Feb 21


The Ghanaian Times 21st February, 2012
By Cameron Duodu
In an article entitled “What exactly is ‘misconduct’, published on 24th January 2012, I spelt out for our body-politic, the perilous nature of the situation in which its leadership had placed itself, with the unfolding of the unsavoury Woyome saga, which involves the siphoning of between C51 and C92m of Ghanaian taxpayers’ money into the pockets of a single individual, Alfred Agbesi Woyome. 

I warned that not everyone in our society is enamoured of the democracy we are now enjoying, and that some elements think that Ghana is too ‘under-developed’ to be allowed to enjoy the “luxury” of full democracy. Of course, such elements are misguided and selfish, for as Winston Churchill pointed out, democracy may be “the worst” form of government – “except [for] all the rest that have been tried.”

Less than one month after I published my article, I find to my dismay (but, alas,  not to my surprise) that a campaign appears to have begun on the Internet, suggesting openly that the level of “corruption” in the country has reached such a stage as might tempt some soldiers to try to intervene to end it. 

One such writer was so dishonest that although he tacitly admitted that military intervention by hypocritical officers in the past had led to further corruption, nevertheless (he seemed to suggest) it would be a good idea to have some more of it! 

Now, when I advised, in my earlier article, that the Woyome cancer should be cut out, I merely urged that the right thing be done. However, I must point out that what has occurred so far is so puny in that regard that it  leaves me still apprehensive about the survival of  our democracy. Two factors have led to my unease. 

The first is the Opposition’s attitude to the Woyome saga. One important Opposition figure thought it was adequate to say that although he got an expensive vehicle from Woyome, it was for “legal services” performed on Woyome’s behalf. He did not find it necessary to end public speculation by giving exact details of what those “legal services” were. 

Then, the official Opposition Communications Director condemned the arrest of an Opposition MP who, it had been alleged, had been paid a large sum of money by Woyome at a time the MP was a Minister. 

I deplore the attitude of the Opposition Communications Director. His concern that the NDC is seeking to “embroil” the Opposition NPP in the Woyome saga is naïve. I suggest that if the shoe had been on the other foot, he would have done precisely  the same thing. What should give him disquiet rather is the fact that apparently,  there are highly-placed members of the Opposition who smiled at Woyome and didn’t care a tinker’s dime about why he would want to write them large cheques. 

That having been said, I have to condemn in no uncertain terms, the impression the Government is creating that it wants to “dichotomise” criminality in this country. As a lawyer, I am sure the President remembers the word “dichotomy” very well. It was first introduced into our political lexicon by Mr Kwaw Swanzy, Attorney-General under the Nkrumah regime.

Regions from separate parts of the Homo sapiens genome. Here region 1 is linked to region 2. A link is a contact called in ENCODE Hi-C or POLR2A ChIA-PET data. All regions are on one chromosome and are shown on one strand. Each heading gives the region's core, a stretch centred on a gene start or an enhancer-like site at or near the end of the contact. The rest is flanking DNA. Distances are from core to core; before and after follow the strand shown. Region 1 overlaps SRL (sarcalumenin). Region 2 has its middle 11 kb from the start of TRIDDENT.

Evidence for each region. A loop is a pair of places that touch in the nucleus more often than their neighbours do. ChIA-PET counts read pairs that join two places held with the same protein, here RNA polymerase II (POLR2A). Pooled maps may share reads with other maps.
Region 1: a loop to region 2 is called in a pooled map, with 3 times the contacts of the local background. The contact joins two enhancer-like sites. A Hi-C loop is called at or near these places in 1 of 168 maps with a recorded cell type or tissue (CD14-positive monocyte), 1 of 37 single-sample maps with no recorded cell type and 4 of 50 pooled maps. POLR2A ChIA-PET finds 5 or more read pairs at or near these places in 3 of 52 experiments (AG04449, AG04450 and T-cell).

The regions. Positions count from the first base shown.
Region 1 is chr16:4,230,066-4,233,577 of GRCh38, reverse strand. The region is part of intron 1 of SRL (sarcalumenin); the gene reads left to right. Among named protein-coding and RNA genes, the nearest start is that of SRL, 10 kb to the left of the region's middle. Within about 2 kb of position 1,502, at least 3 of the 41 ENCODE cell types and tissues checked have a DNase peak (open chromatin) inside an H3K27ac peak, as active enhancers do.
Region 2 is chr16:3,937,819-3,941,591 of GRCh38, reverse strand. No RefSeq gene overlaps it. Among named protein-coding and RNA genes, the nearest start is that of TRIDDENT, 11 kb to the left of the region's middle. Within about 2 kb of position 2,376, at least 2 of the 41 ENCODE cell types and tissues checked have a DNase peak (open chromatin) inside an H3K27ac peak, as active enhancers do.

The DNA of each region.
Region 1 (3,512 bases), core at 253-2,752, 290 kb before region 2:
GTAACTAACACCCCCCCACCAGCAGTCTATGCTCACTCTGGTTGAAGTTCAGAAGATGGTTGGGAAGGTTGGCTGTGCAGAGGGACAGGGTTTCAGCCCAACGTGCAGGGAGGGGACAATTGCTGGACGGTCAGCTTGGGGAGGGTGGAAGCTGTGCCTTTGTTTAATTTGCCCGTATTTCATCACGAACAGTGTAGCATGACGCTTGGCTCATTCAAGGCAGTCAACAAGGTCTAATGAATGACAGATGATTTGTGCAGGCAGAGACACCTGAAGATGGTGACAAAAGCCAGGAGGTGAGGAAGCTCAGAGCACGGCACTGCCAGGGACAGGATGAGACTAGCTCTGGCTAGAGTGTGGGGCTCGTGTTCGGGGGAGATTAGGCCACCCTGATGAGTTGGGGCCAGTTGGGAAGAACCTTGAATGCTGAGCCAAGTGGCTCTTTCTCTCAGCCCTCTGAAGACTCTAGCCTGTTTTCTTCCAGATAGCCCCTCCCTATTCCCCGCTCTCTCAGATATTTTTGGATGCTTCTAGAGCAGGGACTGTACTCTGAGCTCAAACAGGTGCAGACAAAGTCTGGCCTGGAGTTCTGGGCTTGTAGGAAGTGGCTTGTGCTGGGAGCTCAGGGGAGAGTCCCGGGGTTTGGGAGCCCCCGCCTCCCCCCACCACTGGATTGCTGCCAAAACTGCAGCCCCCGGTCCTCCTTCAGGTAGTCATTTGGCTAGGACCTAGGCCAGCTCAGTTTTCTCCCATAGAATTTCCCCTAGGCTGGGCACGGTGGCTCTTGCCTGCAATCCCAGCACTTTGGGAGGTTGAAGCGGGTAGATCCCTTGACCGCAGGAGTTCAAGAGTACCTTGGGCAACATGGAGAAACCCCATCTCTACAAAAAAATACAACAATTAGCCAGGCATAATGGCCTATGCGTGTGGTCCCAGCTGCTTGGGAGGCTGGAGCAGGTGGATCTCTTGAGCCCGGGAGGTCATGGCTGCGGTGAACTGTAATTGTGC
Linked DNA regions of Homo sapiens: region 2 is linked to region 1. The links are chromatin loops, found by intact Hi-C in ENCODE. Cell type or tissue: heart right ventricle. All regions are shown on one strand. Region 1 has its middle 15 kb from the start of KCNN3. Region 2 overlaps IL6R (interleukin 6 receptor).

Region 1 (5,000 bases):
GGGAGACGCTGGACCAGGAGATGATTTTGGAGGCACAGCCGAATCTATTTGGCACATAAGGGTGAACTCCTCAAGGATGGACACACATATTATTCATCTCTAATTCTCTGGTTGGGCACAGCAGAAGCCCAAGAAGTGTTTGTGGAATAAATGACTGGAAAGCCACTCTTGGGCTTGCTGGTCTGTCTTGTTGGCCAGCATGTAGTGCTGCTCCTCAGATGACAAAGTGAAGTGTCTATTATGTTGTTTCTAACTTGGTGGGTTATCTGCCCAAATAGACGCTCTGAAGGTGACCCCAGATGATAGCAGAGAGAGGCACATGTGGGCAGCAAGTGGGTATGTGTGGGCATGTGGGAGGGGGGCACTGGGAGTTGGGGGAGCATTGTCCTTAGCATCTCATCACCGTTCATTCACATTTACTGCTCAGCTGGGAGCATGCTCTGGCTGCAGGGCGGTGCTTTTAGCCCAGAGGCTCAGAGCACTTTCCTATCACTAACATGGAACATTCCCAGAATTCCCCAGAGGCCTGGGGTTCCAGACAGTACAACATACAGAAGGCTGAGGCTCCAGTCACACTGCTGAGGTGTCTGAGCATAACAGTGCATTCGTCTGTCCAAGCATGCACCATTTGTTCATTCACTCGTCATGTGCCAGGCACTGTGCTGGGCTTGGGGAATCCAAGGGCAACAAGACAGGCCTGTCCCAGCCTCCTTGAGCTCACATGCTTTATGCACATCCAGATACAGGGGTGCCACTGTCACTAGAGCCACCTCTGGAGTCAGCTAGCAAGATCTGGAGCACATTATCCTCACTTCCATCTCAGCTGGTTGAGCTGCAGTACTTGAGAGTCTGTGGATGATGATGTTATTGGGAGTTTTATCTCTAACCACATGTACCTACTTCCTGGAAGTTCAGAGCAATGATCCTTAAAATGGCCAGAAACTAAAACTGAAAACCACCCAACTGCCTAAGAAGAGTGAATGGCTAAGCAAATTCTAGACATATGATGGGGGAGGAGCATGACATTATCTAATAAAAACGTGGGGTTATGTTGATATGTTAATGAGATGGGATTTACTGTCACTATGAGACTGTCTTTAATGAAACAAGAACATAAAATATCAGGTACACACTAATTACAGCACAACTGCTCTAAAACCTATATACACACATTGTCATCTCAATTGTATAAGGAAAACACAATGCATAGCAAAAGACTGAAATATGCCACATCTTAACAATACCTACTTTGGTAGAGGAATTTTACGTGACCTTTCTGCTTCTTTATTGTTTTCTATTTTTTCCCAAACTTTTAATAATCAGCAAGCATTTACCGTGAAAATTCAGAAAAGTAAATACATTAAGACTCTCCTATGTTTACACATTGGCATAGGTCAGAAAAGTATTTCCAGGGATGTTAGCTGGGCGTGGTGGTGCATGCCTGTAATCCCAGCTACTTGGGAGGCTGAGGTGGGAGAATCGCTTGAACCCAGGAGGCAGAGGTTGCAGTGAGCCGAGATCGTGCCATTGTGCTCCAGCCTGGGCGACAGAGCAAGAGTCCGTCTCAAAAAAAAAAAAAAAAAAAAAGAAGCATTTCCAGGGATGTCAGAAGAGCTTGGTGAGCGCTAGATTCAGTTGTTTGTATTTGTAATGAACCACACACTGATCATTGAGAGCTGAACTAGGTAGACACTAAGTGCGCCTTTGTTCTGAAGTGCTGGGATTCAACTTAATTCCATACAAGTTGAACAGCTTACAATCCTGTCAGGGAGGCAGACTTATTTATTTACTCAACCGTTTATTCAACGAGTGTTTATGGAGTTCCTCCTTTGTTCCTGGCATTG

Mr Swanzy was addressing a press conference in the aftermath of the 9 August 1963 treason trial of Dr Nkrumah’s Minister of Information, Tawia Adamafio, and the following persons: Robert Benjamin Otchere (former [opposition] United Party member of parliament); Joseph Yaw Manu (also of the opposition); Ako Adjei (Dr Nkrumah’s former Minister of Foreign Affairs); Hugo Horatio Cofie-Crabbe (former Administrative Secretary of Dr Nkrumah’s Convention People’s Party) and E C Quaye, CPP member and former chairman of the Accra-Tema Municipal Council). 


They were all charged with treason for their alleged involvement in the Kulungugu bomb attack on President Kwame Nkrumah on 2 August 1962.

The court, headed by the Chief Justice, Sir Arku Korsah, found the two United Party members guilty but acquitted Adamafio and the other CPP members. Mr Kwaw Swanzy hit the roof at his press conference. 

He spat fire: the court, he charged, had used a mechanism known in law as “the dichotomy of the credibility of a witness” to convict the United Party members, whilst using the same principle to acquit the CPP members. “The dichotomy of the credibility of a witness is a dangerous principle  in law!” Mr Kwaw Swanzy thundered. 

When I heard Mr Swanzy say these things, I realised that legal history was about to be made in Ghana and I asked him pointblank, “Will the Government  sack the judges?” 

It was the question on everybody’s mind, and there was a loud murmur at the Accra Press Club, where the press conference was being held. Mr Kwaw Swanzy didn’t answer the question, but his body language suggested that something quite earth-shattering was afoot. And indeed, a few days later, the CPP used its majority in Parliament to set aside the judgement. This was unheard of in the annals of the judiciary in Ghana!
Indeed, so stunning was it that C L R James, one of Dr Nkrumah’s supporters abroad, wrote a stinker about it and broke off relations with Nkrumah afterwards. He suggested that if the “elders” within the CPP could allow Nkrumah to set aside a judgement by the Chief Justice and a properly constituted Bench, then the CPP was as good as dead. His words were proved right on 24 February 1966, when Nkrumah and the CPP were swept aside by the military.
It wasn’t only that the judgement was nullified — President Nkrumah was next given power to sack the Chief Justice,and a law was also enacted creating a “Special Court”, which did the Government’s bidding by trying anew,  the acquitted CPP politicians. The court was presided over by a new Chief Justice, Mr Justice Julius Sarkodee-Adoo. It duly convicted Adamafio, Ako Adjei and Co.